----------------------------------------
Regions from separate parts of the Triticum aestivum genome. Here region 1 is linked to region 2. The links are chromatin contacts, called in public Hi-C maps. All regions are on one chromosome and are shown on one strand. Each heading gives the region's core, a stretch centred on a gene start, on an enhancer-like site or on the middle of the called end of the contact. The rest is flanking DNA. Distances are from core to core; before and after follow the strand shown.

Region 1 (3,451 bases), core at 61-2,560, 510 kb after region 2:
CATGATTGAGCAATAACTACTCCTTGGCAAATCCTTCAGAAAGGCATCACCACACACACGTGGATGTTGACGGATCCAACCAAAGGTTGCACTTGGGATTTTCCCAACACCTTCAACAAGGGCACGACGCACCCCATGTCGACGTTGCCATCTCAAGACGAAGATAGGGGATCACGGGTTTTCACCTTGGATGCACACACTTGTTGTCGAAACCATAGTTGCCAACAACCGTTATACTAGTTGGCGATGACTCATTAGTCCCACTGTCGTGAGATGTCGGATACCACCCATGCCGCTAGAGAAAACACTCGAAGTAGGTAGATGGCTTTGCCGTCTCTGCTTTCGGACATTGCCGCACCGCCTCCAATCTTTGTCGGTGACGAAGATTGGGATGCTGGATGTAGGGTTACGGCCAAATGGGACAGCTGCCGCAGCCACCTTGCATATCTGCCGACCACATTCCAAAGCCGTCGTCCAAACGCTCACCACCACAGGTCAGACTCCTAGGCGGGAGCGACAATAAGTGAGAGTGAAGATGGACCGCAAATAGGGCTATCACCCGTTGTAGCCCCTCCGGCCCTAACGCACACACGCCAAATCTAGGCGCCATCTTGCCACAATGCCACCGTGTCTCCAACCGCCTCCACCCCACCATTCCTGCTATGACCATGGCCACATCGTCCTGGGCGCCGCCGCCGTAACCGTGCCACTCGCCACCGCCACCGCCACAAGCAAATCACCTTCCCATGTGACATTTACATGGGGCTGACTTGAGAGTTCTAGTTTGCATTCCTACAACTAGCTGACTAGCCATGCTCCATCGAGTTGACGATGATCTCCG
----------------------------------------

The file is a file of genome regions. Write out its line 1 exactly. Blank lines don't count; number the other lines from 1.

Regions from separate parts of the Triticum aestivum genome. Here region 1 is linked to region 2. The links are chromatin contacts, called in public Hi-C maps. All regions are on one chromosome and are shown on one strand. Each heading gives the region's core, a stretch centred on a gene start, on an enhancer-like site or on the middle of the called end of the contact. The rest is flanking DNA. Distances are from core to core; before and after follow the strand shown.